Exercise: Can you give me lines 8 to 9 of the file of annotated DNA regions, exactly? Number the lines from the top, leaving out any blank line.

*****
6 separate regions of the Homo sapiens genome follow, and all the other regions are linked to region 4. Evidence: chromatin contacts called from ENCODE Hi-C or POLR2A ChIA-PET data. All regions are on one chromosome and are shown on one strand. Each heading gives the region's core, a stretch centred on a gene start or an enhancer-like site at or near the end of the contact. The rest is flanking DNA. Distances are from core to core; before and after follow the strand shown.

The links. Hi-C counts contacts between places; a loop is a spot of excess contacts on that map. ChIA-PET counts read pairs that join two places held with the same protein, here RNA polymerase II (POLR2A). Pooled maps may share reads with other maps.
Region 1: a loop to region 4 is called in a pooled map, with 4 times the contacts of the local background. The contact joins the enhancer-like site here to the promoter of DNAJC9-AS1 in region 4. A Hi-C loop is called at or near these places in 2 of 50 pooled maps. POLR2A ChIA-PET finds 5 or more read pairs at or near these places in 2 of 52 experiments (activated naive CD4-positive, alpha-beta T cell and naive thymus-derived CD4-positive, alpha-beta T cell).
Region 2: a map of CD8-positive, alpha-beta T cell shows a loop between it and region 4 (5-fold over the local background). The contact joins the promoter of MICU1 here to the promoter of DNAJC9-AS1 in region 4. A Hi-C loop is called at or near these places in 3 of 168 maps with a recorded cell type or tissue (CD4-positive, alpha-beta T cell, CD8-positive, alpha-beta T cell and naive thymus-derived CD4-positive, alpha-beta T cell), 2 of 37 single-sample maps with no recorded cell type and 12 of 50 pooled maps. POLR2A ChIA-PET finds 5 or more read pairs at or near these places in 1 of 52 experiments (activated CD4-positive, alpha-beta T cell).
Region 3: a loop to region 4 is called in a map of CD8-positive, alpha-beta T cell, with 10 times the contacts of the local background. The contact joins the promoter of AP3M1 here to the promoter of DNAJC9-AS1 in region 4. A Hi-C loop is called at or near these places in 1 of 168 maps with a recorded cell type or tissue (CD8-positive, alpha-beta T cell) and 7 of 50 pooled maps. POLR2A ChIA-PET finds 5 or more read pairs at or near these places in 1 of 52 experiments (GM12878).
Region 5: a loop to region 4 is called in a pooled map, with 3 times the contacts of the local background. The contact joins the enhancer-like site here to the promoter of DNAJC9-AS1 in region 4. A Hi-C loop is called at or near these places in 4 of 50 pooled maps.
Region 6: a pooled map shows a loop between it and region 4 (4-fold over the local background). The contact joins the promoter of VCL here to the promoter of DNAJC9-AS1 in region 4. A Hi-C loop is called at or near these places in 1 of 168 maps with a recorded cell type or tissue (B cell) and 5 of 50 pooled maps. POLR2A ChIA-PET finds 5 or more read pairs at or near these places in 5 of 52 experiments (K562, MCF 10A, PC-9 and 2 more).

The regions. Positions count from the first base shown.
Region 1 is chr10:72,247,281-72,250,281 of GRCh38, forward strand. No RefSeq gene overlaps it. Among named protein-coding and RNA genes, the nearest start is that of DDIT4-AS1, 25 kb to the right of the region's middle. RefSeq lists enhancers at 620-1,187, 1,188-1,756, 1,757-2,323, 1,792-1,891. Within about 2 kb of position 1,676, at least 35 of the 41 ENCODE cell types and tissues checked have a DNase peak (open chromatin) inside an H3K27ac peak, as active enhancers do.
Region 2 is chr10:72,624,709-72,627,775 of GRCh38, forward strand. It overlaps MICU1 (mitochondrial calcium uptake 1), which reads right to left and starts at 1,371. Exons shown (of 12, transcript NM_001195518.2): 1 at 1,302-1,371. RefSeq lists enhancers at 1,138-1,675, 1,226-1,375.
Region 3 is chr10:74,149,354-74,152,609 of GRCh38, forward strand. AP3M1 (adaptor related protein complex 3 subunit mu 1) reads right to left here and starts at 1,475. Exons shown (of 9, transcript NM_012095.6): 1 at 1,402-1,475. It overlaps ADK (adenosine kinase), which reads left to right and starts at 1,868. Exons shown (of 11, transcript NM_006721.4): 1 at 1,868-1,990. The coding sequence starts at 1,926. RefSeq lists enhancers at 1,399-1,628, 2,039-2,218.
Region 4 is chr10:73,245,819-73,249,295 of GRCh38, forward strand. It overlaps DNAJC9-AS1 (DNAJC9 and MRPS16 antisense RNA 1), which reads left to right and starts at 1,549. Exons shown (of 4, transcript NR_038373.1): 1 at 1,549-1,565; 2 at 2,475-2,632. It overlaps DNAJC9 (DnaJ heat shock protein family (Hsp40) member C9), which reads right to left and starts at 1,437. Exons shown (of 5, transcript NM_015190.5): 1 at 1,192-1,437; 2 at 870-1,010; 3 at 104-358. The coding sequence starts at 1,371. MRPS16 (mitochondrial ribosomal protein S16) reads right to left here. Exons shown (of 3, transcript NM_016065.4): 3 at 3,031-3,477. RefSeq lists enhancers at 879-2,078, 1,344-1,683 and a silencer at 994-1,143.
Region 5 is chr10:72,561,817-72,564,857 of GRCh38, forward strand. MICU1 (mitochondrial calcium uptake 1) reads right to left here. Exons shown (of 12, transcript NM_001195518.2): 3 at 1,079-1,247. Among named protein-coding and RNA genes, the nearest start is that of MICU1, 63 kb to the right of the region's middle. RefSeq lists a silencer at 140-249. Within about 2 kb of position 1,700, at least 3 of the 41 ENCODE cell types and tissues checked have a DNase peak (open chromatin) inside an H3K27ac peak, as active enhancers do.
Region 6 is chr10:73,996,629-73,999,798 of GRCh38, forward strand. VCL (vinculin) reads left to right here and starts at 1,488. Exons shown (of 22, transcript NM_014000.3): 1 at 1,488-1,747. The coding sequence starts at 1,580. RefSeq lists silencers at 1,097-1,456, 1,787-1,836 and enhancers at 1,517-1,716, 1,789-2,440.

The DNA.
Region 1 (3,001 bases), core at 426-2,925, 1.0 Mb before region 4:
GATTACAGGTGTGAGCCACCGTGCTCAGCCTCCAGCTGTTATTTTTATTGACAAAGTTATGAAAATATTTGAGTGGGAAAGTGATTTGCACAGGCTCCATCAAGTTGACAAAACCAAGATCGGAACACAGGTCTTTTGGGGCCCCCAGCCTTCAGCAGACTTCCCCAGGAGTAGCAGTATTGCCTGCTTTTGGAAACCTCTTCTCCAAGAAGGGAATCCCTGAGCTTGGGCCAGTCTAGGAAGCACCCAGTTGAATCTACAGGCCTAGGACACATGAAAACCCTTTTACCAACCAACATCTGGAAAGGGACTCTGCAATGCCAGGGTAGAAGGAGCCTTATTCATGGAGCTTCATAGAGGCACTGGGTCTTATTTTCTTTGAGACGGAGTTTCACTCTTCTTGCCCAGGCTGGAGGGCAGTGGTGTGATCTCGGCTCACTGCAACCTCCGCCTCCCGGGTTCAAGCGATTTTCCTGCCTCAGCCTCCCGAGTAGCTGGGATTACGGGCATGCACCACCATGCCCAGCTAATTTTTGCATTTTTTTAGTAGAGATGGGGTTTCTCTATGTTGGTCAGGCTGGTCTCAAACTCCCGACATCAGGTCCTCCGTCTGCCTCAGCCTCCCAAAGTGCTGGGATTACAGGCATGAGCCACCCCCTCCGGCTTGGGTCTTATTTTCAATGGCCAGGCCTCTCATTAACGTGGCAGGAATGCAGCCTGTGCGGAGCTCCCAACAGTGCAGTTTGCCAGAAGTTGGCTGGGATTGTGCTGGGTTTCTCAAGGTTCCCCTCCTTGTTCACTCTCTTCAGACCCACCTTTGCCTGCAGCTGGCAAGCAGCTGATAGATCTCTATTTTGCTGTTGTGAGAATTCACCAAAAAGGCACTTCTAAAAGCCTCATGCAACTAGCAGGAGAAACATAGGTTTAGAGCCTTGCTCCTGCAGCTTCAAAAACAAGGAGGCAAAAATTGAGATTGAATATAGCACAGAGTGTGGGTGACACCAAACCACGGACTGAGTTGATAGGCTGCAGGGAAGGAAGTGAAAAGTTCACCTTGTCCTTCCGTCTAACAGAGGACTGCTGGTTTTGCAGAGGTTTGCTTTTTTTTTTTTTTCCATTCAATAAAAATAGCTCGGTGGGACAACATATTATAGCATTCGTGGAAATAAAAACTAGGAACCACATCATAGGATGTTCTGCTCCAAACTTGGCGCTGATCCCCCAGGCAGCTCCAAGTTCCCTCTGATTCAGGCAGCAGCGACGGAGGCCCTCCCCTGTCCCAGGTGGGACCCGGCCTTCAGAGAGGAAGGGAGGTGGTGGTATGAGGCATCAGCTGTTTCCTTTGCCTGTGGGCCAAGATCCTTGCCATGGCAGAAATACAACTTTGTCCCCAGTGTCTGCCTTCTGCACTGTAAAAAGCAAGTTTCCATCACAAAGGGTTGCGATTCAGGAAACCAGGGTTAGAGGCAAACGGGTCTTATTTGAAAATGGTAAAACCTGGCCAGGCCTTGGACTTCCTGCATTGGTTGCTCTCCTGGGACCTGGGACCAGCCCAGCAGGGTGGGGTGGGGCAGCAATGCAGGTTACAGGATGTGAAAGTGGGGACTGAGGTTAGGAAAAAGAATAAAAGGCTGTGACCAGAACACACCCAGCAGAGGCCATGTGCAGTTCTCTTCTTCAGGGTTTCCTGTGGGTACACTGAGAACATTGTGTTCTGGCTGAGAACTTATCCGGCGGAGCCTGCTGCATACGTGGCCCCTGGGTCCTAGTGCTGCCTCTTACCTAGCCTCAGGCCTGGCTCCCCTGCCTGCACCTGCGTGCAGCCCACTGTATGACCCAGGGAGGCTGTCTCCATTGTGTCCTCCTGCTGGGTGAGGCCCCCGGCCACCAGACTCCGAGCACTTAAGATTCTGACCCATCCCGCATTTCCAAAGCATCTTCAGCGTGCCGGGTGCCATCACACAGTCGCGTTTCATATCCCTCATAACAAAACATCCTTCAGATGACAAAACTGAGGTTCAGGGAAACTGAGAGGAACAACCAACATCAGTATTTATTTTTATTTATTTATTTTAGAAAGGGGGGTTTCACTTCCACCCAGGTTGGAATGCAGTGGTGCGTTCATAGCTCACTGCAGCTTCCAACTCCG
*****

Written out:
The regions. Positions count from the first base shown.
Region 1 is chr10:72,247,281-72,250,281 of GRCh38, forward strand. No RefSeq gene overlaps it. Among named protein-coding and RNA genes, the nearest start is that of DDIT4-AS1, 25 kb to the right of the region's middle. RefSeq lists enhancers at 620-1,187, 1,188-1,756, 1,757-2,323, 1,792-1,891. Within about 2 kb of position 1,676, at least 35 of the 41 ENCODE cell types and tissues checked have a DNase peak (open chromatin) inside an H3K27ac peak, as active enhancers do.